Every year, 5 to 20% of the world's population is infected with the flu virus. A new epidemiological study shows that, although there are seasons in which the flu vaccination is ineffective, it can reduce the symptoms of the disease.
If flu vaccination is ineffective in the prevention of influenza, this may have additional effects in reducing the severity of the disease, according to a study conducted by the Carlos III Institute for the Epidemiology, Infectious Disease Prevention and Control and Center Biomedical Research on the Epidemiology and Public Health Network (CIBERESP).
Job published in the journal Eurosurveillance, led by professor Àngela Domínguez of the University of Barcelona, Department of Medicine. The researchers from the Catalan Public Health Agency, Lleida Biomedical Research Institute and the Barcelona Healthcare Agency also participated.
People who are already infected with the virus or receive a vaccine could benefit from the pre-existing cytotoxic T-lymphocyte memory
Every year, between 5 and 20% of the world's population is infected with influenza viruses, causing 3 to 5 million serious cases and between 300,000 and 500,000 deaths worldwide. The new work analyzes the effectiveness of influenza vaccination in order to reduce the severest influenza outcomes: in intensive care units or in the death of patients for whom the vaccine has not eliminated the infection.
To achieve this, we have investigated all cases of severe influenza that were admitted to twelve Catalan hospitals between 2010-2011. Annual Influenza Seasons and 2015-2016. In the year when 1777 patients were hospitalized for eighteen years of age, 591 of them were hospitalized. ICU and 223 died.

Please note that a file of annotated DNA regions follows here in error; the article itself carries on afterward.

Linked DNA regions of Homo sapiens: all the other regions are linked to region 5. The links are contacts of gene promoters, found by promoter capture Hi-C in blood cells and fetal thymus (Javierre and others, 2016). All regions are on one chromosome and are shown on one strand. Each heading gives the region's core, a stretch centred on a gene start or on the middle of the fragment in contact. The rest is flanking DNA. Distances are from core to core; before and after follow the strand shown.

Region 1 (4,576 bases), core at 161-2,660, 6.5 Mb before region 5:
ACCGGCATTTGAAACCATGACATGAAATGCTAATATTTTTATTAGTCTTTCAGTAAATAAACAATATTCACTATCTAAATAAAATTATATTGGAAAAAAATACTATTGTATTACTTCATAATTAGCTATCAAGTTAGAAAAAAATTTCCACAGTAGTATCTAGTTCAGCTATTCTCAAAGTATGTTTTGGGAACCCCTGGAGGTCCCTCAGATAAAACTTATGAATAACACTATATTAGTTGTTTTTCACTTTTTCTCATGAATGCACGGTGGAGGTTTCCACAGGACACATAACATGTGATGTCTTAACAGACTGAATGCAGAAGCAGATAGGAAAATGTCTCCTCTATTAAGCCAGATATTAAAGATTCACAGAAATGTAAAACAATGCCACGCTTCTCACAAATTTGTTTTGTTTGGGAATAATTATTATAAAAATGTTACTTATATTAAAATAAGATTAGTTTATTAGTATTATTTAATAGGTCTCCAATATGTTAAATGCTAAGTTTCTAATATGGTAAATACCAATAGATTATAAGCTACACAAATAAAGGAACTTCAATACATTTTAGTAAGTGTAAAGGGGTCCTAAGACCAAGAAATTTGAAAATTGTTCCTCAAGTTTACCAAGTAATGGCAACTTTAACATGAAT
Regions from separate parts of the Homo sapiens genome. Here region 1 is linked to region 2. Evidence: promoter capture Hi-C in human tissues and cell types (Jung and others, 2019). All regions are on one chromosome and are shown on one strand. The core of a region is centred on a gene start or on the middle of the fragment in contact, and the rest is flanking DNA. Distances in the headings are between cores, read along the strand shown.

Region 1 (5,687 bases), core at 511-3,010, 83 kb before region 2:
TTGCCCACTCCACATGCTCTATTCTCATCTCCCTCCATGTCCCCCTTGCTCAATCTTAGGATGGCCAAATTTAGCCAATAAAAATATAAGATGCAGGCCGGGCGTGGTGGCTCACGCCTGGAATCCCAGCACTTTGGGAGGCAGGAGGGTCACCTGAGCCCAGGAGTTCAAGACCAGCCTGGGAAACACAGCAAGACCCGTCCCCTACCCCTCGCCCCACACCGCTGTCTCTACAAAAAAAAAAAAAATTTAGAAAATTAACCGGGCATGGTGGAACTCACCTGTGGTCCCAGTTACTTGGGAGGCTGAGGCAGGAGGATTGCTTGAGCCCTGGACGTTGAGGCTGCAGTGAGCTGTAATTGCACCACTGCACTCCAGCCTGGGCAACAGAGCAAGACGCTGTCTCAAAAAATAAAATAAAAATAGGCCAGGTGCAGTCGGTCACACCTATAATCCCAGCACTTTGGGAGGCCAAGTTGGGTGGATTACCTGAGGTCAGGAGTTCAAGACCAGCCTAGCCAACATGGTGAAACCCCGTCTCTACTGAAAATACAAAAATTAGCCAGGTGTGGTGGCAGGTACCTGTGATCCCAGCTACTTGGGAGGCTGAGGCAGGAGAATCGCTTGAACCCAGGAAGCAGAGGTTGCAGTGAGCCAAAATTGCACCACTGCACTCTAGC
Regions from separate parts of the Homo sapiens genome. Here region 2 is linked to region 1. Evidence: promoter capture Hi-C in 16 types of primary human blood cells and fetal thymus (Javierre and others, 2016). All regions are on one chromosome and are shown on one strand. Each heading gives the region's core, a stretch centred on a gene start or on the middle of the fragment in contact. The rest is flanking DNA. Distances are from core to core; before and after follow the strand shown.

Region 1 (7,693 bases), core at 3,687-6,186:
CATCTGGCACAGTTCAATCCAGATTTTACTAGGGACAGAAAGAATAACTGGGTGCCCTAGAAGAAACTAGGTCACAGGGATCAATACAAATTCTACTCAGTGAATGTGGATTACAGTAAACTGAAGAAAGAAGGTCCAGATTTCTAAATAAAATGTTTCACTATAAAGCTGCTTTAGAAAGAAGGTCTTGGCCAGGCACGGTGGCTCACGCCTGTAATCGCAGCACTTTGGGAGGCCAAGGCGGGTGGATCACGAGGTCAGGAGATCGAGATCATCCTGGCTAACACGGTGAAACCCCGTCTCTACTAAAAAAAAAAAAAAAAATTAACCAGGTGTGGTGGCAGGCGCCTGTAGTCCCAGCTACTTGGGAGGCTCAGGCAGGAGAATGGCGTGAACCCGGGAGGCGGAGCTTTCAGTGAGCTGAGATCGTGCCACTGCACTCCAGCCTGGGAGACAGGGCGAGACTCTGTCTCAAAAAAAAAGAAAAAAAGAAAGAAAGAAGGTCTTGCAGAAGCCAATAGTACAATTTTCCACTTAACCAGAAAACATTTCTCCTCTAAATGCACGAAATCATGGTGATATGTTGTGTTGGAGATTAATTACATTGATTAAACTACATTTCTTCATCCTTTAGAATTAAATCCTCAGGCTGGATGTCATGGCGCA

Most benign symptomatology
The results indicate that vaccination was less frequent (21.2%) in those requiring hospital admission or death than other patients with more favorable symptoms, of which 29.7% were vaccinated. Thus, the effectiveness of vaccination to prevent hospital admission or the death of all patients who were hospitalized with influenza was 23%, and in particular in the group over 65 – 44%.
"For these percentages, we need to add vaccine efficacy to prevention of influenza.These data intensify seasonal flu vaccination for all those who are more likely to have severe forms of influenza, such as people aged 65 and people with other underlying diseases, where the vaccine is often not enough to prevent the infection, "says the authors.
Researchers indicate that the role of the immune system could be to explain the possible outcomes. "People previously infected with the virus or who received influenza vaccine could at least partially benefit from the pre-existing cross memory of cytotoxic T-lymphocytes, which would reduce the severity of the infection, even if there is no protective antibody," concluded.